Safety in transportation systems is something we all want. To achieve it, everyone must be part of the solution.
The spring construction is ramping up. In fact, a quick drive around isn’t quick at all right now. There are numerous road repair and reconstruction projects underway that are producing road closings and lane restrictions.
The result will be a vastly improved system of roads and streets that make transportation through the area safer and more convenient for travelers and residents alike.
Meanwhile, it’s going to be a bit messy out there. And the enhanced dangers aren’t just for motorists. Construction workers also find themselves in the crosshairs of traffic snarls and aggravated or impatient drivers. It’s a risky business for construction workers, and the rest of us should pledge to pay close attention and give them a break.
The Indiana Department of Transportation and similar agencies around the nation have been doing their part to raise awareness of roadway work zones, whether they be on an expressway, main street, side street or country road.
This is National Work Zone Awareness Week. Its theme is “Drive Like You Work Here.”
At stake, quite simply, is people’s lives. In Indiana during the past five years, 98 people have been killed in work zone crashes, including 15 in 2018.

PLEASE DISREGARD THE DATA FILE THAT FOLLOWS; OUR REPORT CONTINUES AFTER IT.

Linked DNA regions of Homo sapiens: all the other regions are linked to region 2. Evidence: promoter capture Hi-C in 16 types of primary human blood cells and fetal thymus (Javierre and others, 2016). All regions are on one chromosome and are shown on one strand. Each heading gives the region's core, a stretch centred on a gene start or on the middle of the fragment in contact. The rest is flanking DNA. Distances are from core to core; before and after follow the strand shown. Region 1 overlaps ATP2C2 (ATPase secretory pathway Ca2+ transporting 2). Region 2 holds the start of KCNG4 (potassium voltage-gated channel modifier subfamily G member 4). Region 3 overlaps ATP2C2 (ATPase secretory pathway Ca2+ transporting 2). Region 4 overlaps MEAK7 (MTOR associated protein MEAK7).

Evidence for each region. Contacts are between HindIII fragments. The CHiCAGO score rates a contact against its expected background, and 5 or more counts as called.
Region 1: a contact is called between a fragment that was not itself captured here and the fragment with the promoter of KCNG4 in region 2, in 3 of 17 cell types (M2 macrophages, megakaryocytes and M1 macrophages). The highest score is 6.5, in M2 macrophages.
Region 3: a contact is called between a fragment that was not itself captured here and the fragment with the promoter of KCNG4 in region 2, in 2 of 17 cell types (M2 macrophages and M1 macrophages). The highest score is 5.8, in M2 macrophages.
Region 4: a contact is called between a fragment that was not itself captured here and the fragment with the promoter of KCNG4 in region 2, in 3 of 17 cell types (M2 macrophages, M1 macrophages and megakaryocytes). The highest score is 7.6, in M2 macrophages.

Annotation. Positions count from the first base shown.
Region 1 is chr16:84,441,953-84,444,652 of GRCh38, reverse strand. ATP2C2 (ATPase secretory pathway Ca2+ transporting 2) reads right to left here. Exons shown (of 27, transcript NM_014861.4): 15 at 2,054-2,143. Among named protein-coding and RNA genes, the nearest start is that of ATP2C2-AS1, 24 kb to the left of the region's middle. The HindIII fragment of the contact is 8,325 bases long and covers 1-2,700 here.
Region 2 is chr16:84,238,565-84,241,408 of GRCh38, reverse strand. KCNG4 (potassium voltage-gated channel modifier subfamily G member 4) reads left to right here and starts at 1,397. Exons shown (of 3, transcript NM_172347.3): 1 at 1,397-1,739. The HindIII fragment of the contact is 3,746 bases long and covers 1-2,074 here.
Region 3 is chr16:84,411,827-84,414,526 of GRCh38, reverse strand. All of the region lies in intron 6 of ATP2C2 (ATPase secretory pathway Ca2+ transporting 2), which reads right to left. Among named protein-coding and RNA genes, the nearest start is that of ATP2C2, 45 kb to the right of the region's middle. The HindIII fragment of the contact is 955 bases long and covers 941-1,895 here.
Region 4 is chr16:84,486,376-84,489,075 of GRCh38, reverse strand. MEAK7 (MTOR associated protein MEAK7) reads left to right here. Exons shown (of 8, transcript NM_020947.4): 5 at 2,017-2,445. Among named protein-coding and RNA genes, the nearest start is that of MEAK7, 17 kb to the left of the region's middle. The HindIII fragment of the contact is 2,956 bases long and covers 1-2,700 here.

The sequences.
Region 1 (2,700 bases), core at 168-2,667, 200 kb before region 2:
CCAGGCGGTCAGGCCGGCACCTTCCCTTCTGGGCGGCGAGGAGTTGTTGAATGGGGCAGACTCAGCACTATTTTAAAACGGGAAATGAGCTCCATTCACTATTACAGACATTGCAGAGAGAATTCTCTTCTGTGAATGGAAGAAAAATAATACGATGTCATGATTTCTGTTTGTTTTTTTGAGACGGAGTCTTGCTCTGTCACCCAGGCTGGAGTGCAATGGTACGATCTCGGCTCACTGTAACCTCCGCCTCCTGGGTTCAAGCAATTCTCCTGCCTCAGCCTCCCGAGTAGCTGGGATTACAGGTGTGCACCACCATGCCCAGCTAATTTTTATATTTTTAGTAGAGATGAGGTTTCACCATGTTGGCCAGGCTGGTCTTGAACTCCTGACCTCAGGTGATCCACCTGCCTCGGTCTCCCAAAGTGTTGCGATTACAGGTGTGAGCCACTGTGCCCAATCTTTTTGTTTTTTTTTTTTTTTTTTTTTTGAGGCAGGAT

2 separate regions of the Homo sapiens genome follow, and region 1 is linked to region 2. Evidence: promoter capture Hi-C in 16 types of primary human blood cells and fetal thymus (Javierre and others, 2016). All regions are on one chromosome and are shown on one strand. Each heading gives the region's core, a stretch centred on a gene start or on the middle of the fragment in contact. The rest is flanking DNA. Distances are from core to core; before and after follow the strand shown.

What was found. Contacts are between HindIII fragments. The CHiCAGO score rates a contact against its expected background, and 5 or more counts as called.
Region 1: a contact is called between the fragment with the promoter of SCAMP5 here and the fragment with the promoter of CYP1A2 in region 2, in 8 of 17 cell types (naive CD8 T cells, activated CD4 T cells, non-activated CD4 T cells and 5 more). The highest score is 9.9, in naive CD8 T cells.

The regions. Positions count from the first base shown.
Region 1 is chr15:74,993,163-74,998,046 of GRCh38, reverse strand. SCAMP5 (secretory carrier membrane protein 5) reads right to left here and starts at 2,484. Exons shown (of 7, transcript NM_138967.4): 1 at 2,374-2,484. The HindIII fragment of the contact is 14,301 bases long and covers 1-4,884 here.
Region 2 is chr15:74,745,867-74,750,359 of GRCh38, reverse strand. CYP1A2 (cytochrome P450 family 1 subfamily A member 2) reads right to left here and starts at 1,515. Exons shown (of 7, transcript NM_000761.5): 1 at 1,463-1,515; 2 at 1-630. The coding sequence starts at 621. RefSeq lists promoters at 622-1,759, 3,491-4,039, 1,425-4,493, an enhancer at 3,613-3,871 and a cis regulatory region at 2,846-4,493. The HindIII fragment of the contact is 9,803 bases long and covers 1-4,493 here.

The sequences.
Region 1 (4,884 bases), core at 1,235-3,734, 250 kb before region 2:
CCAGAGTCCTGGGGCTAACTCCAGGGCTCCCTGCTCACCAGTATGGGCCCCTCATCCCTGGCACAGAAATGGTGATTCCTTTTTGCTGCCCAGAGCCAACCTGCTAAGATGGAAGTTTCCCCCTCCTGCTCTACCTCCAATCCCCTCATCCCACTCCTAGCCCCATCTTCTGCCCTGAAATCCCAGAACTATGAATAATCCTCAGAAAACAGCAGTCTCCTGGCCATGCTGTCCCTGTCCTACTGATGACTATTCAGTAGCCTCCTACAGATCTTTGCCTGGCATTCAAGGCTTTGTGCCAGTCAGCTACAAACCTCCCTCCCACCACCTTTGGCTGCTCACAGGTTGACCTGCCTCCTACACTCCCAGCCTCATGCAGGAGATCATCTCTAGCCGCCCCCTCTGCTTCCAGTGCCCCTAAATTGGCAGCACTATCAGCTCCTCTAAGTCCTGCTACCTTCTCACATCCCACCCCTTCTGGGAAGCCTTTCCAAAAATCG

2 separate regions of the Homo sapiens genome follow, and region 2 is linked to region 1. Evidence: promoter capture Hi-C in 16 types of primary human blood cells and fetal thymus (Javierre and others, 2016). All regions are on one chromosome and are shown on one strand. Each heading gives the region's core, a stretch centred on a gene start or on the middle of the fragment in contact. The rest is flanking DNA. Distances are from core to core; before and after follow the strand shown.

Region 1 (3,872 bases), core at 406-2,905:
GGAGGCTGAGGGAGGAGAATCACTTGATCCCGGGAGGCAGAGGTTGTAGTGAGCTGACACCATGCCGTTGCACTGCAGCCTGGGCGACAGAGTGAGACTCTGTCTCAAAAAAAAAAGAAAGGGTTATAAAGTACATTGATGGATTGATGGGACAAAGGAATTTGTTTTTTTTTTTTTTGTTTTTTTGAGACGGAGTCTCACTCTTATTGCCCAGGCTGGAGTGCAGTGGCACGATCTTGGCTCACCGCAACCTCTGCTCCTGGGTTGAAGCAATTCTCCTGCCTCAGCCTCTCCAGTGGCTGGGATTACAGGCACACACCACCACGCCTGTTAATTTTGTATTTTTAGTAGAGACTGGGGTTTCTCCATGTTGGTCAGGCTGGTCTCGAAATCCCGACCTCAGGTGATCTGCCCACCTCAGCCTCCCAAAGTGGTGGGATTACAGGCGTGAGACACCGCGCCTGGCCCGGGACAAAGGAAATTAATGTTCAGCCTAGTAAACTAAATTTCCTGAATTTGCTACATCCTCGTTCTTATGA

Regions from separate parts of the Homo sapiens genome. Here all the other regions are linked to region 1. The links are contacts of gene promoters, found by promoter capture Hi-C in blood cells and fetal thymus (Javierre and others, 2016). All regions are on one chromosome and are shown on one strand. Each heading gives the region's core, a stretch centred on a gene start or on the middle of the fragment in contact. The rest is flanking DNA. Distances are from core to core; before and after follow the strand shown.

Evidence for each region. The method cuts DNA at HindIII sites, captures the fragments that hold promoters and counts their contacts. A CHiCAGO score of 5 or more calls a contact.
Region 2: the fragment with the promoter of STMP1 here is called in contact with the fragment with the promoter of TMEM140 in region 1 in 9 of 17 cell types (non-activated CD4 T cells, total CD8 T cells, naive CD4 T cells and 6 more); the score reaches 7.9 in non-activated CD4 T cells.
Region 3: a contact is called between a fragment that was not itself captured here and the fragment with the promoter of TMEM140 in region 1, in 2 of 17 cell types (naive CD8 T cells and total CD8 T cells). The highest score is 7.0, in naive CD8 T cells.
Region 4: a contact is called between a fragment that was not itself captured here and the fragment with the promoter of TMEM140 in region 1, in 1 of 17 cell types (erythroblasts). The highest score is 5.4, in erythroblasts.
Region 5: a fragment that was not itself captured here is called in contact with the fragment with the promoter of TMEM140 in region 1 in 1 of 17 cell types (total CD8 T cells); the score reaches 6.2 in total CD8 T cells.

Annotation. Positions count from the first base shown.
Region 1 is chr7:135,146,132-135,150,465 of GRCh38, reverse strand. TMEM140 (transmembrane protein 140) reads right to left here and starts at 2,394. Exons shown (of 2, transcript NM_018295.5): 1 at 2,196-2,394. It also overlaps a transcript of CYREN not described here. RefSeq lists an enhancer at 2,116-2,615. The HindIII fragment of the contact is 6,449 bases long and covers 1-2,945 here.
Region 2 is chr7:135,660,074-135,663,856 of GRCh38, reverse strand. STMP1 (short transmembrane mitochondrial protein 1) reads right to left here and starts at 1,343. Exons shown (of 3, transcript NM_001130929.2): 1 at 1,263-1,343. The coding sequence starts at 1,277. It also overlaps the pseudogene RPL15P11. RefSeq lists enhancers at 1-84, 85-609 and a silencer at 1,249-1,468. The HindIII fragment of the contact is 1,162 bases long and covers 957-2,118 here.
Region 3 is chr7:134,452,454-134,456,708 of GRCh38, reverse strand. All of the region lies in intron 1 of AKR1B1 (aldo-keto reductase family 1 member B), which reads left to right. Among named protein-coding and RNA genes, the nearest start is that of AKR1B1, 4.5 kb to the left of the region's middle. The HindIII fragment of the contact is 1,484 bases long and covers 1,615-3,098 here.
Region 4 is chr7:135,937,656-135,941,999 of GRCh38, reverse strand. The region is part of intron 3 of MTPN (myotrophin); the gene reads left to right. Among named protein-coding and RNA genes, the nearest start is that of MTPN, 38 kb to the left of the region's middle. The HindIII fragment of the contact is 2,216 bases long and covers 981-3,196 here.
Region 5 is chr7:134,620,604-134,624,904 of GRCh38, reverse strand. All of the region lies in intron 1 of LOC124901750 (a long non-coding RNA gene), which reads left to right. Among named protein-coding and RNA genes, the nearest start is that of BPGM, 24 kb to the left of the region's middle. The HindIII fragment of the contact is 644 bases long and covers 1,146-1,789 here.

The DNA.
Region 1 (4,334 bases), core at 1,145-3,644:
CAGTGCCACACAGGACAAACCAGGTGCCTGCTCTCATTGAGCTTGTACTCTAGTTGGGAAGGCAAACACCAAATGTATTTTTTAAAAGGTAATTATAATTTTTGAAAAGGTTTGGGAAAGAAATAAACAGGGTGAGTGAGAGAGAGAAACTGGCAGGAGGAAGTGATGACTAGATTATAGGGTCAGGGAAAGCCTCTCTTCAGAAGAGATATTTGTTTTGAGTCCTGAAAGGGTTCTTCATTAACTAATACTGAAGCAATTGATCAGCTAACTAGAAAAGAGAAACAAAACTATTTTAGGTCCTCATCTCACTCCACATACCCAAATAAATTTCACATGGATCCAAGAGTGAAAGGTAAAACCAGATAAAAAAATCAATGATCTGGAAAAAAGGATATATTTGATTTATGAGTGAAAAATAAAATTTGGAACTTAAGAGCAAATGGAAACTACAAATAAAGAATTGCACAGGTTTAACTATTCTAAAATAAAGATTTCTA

As the construction season goes on, you may begin to think that you’ve never seen so many road projects underway creating traffic bottlenecks. You would be right.
Indiana alone is delivering what its officials call a record number of road construction projects that are the result of the state’s Next Level Roads program. There are 1,100 projects planned. Contractors will repave more than 3,700 lane miles of highway, improve about 650 bridges, and complete more than 60 traffic safety improvement projects.
Cities, towns and counties will also be involved in projects of their own.
Road construction workers are trained in safety practices and procedures. But creating a safe environment is not just their responsibility.
INDOT Commissioner Joe McGuinness, in a Flashpoint essay, bluntly stated that work zone safety is a shared responsibility. He’s right. Motorists are expected to do their part. A safe work zone will never exist unless drivers are following all traffic laws and make a personal commitment to do their part to drive like lives are at stake. Because they are.
— The (Terre Haute) Tribune-Star